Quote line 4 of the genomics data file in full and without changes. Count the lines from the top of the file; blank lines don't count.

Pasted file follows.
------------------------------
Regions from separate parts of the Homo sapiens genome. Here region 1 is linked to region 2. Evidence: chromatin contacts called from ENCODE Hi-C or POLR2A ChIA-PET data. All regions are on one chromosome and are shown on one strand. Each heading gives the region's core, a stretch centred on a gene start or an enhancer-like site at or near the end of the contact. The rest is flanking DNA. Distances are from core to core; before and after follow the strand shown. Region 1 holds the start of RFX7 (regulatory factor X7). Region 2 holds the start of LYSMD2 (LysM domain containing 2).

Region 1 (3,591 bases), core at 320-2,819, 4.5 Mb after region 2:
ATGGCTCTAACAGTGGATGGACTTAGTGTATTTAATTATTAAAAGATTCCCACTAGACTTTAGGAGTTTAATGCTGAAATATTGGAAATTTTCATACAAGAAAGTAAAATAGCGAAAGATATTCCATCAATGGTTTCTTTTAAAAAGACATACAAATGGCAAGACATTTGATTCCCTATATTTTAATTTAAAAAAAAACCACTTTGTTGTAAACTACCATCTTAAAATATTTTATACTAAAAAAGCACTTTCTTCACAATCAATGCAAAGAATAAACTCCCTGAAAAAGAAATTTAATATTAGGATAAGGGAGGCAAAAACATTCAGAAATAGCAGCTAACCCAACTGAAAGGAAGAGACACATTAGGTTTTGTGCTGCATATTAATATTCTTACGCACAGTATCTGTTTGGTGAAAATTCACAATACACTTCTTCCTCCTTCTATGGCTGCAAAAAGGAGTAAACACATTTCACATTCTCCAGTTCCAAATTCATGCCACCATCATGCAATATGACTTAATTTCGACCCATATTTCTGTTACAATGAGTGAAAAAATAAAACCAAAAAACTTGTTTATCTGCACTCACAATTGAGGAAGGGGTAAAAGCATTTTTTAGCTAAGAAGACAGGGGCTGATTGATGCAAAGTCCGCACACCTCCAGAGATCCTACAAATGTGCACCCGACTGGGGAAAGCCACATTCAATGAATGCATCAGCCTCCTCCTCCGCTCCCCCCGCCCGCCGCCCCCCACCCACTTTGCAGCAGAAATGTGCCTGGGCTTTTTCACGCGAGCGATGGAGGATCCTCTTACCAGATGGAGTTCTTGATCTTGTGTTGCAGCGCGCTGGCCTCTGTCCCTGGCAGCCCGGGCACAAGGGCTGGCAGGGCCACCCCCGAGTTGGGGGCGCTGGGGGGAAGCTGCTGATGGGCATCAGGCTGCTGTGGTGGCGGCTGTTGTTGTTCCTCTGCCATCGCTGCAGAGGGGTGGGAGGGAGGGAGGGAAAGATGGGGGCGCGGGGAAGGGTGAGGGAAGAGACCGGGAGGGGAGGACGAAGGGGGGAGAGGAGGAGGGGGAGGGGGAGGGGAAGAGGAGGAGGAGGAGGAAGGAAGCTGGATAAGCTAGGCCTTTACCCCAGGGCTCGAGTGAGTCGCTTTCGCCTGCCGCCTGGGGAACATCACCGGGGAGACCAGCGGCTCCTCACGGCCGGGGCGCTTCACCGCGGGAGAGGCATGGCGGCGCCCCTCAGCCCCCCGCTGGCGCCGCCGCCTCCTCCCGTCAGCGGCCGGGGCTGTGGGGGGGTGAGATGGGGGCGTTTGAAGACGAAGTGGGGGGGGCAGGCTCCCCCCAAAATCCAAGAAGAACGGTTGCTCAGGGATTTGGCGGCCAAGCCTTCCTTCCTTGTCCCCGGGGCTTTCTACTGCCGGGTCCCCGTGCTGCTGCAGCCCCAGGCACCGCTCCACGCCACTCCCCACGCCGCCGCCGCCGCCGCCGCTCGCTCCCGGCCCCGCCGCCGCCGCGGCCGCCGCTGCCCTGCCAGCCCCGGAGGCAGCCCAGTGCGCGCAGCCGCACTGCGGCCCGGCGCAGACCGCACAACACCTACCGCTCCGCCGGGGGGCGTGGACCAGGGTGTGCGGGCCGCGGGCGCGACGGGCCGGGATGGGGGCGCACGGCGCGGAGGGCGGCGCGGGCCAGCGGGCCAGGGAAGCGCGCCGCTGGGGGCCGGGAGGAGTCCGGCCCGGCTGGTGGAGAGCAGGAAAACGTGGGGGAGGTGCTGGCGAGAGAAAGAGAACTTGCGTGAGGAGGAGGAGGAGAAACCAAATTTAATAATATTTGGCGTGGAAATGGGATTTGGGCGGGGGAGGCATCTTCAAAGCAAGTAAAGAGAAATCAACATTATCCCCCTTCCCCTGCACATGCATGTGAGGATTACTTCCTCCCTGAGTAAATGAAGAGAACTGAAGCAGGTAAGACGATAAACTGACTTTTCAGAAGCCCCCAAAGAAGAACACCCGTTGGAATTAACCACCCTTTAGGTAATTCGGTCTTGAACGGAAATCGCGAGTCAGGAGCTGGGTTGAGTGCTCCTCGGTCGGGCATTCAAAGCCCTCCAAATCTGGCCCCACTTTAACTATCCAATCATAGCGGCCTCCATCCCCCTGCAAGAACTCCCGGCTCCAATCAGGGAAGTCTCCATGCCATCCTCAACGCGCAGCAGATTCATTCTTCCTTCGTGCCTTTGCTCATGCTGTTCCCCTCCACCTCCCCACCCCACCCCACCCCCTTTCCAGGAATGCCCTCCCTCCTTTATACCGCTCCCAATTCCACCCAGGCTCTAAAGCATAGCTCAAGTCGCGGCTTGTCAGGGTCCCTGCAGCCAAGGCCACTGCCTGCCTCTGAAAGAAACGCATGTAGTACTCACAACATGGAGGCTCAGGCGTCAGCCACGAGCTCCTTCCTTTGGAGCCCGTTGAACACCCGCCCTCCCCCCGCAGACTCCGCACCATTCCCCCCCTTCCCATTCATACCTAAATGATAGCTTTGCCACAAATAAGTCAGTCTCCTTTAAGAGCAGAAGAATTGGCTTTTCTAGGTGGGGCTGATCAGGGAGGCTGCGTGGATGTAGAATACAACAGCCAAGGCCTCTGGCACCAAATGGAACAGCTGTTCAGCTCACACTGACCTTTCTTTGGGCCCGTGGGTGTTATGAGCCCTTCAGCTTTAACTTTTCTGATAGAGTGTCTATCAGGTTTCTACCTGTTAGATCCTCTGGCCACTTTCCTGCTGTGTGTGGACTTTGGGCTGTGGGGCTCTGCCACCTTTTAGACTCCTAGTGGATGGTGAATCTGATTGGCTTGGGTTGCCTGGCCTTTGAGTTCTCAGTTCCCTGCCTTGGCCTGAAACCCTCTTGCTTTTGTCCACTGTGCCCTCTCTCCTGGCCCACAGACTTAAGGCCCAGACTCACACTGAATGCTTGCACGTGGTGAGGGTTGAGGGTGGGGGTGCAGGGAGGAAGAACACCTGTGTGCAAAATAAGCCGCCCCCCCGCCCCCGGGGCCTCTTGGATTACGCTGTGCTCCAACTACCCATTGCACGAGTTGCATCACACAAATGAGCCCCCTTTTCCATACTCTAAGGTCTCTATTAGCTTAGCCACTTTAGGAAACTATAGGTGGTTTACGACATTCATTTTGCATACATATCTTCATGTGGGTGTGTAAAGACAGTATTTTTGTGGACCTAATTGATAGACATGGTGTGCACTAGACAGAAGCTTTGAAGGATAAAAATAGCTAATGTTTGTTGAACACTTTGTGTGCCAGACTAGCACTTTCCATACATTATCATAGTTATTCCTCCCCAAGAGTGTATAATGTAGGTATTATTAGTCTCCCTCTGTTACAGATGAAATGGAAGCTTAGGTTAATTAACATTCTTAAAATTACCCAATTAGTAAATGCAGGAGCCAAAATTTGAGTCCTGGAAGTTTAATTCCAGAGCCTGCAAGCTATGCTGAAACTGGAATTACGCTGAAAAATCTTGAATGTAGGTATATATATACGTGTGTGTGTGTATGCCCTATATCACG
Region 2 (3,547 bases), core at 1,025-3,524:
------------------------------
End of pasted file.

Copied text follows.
Region 2 (3,547 bases), core at 1,025-3,524: